You need to know what degrees are offered by the institution that you plan to attend. Be sure you can major in your chosen field at the receiving institution. Knowing what career you wish to pursue is always a big decision that requires assessment of your abilities and interests. By the time you have finished your associate's degree, try to have this decision made. Certainly, people change their minds and change careers. However, knowing your career choice makes it easier to choose a college major. Some careers stipulate a specific degree. Others have more leeway.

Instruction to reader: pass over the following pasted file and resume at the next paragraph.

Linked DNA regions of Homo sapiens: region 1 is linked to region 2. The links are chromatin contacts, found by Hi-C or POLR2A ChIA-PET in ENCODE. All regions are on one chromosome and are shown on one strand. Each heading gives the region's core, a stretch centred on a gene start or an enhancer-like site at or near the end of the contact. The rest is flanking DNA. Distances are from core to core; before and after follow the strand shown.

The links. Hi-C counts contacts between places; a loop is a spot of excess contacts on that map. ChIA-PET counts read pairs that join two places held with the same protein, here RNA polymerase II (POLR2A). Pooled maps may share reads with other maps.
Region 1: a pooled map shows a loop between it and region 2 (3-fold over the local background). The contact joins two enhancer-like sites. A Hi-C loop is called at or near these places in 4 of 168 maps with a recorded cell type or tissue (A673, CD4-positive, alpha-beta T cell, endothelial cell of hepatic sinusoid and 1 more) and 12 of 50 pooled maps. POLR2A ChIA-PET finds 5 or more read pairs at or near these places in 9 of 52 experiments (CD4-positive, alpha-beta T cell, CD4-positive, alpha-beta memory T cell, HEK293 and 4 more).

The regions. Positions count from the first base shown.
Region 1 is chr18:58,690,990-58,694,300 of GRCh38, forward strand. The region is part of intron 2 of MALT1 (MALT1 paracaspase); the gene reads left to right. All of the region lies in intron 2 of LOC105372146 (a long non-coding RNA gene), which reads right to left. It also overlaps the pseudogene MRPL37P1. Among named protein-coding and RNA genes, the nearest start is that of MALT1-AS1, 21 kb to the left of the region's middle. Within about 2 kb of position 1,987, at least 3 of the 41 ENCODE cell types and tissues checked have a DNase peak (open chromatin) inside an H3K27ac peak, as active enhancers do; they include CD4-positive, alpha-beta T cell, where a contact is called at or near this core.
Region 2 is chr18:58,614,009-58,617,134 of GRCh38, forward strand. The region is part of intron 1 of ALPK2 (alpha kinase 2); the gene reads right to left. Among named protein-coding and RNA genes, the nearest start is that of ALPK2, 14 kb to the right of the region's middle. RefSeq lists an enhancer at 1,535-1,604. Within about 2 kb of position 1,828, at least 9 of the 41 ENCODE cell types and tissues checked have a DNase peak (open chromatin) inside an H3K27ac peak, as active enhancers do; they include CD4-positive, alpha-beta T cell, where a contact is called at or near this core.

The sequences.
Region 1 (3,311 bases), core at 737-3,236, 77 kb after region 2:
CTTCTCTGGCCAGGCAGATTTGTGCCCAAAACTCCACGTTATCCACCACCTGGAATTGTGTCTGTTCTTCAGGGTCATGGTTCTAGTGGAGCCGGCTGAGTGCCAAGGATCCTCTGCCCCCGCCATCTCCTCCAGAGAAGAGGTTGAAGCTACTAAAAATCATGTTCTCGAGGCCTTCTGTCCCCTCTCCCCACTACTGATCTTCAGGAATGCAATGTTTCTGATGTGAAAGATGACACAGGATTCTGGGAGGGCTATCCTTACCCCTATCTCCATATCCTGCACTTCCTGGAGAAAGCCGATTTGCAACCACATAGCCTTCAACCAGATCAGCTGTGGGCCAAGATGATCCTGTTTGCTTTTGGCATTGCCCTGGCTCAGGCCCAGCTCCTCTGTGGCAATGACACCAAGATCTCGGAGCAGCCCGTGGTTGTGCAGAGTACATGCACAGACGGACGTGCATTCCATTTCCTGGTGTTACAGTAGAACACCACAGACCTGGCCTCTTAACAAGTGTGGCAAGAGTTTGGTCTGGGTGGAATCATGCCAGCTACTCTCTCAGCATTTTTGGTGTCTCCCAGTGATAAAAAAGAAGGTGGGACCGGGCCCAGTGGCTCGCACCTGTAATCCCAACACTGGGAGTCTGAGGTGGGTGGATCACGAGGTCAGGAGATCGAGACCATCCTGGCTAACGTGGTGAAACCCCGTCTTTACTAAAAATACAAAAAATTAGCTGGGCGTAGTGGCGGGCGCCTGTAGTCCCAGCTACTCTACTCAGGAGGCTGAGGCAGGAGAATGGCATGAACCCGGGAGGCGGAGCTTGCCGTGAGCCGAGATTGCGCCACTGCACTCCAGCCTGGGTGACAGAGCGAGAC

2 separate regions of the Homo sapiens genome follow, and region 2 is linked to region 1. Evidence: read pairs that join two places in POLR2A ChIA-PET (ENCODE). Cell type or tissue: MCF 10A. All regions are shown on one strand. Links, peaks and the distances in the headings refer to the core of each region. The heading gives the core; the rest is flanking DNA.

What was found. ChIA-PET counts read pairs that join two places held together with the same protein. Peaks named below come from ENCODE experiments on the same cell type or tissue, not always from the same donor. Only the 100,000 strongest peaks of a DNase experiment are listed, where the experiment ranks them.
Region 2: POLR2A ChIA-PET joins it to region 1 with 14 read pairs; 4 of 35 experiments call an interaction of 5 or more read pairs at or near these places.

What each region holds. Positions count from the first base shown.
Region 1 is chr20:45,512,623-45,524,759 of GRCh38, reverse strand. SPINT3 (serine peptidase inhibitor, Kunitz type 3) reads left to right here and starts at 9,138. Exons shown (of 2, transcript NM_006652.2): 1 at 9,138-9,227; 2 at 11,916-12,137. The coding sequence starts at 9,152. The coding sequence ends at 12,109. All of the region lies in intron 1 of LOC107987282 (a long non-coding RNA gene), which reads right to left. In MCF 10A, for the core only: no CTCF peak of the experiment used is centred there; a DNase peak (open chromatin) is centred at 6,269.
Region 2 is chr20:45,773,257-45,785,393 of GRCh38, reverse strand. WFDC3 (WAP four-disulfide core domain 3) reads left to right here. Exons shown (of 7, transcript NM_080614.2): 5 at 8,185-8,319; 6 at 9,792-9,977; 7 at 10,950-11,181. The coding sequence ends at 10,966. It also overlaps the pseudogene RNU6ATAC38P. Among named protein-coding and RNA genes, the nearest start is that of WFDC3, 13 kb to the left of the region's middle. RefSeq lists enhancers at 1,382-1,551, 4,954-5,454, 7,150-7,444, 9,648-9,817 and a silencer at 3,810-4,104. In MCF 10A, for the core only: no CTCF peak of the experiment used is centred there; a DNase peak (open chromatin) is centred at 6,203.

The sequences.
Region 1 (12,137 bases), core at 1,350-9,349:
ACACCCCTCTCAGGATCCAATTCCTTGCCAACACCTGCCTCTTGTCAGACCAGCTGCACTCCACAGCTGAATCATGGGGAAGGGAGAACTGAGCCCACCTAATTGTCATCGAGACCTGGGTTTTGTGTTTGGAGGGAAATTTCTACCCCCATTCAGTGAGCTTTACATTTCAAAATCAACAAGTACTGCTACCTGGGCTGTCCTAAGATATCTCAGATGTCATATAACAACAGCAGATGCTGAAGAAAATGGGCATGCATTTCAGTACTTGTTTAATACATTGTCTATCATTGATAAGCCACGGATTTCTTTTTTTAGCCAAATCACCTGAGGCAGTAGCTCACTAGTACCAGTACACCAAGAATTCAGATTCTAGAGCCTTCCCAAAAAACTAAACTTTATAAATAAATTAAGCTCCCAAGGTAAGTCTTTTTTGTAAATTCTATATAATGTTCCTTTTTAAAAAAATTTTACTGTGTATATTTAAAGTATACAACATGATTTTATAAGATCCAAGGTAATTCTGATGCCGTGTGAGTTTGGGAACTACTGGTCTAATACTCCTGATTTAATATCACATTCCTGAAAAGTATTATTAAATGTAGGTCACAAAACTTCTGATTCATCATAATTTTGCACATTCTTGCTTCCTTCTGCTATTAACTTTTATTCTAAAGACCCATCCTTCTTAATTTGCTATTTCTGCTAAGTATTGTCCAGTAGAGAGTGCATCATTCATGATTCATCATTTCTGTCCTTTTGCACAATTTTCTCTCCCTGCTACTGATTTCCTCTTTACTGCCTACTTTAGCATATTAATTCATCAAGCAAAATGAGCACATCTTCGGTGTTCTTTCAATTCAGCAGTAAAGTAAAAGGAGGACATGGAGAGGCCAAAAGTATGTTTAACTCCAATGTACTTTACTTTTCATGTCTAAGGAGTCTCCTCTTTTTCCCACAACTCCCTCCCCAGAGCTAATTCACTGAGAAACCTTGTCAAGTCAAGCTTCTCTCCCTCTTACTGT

How the college is perceived by others is important. Look at the accreditation of the receiving institution. Many agencies evaluate college programs. Typically, schools seek accreditation from national or regional agencies such as The Higher Learning Commission. Some specific programs that seek outside approval are nursing, business, and education.
The faculty of an institution will be listed in the catalog. Typically, the listing will include the college degrees of each faculty member. That will give you a general idea of the credentials of the faculty. Also ask if faculty members teach most of the classes that are offered or if you can expect many of your teachers to be graduate assistants.
Where the receiving school is geographically should not be the only reason for attending. However, if you are commuting, that will have to be a consideration. Being willing (perhaps eager) to move may be a consideration.